• Summary
  • Contents
  • Subject index

Written to help frontline practitioners assess and manage cases with children aged 18 months to six years who present allegations of child abuse, this book provides concrete and easily understood information about basic child development, interview procedures, and case management theory. Extensive experience is integrated with the research literature to provide: an overview of child development information as it applies to interviewing young children a protocol for assessment of preverbal children that is grounded in theory and research a format for assessment of children aged three to five a review of the strengths and weaknesses of some current interview formats a technique for structured interviewing

Assessing Young Children (3–5 Years Old): Prescreening Children with Transitioning Skills
Assessing young children (3–5 years old): Prescreening children with transitioning skills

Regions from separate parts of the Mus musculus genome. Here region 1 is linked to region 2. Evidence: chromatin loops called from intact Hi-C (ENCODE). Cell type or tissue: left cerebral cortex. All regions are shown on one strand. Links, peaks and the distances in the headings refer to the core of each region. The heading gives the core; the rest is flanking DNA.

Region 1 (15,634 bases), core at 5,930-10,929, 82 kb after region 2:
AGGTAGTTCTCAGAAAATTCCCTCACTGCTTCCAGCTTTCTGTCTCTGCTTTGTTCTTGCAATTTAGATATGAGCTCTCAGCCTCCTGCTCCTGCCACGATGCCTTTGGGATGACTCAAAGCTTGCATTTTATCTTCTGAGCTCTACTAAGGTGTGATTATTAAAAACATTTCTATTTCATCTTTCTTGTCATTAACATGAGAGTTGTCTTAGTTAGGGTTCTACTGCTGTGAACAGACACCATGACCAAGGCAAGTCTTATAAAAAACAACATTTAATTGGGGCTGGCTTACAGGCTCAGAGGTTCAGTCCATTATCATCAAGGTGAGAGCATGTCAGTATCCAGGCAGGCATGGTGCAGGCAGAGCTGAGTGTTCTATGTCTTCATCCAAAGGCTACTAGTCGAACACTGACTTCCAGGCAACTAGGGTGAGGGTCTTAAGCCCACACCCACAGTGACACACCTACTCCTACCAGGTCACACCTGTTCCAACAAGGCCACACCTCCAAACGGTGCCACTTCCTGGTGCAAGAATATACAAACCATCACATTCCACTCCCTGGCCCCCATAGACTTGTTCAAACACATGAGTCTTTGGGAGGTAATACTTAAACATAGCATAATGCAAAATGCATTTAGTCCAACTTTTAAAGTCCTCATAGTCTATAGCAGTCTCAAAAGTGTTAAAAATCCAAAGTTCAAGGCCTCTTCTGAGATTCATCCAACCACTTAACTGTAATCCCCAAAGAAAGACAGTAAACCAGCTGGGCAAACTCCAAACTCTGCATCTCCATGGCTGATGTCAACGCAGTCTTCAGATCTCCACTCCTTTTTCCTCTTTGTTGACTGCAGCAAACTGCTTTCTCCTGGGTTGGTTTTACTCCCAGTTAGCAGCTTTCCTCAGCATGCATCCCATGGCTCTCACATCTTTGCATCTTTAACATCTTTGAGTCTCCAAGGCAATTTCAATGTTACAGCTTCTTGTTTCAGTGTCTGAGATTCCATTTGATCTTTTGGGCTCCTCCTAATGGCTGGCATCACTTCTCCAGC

Children ages 3 to 5 are in transition. These young children are Stage 2 children; they are more competent than Stage 1, or very young, children who can participate only minimally in an interview, but they are not as competent as the older, Stage 3, preschool children. Three- to five-year-old children are in the process of acquiring interview skills.

It is important to understand what is typical at this age. These children usually have a good working vocabulary to describe basic elements and acts in their environment (although they cannot abstract well and do not articulate the relationships between various elements), their articulation is understandable, ...

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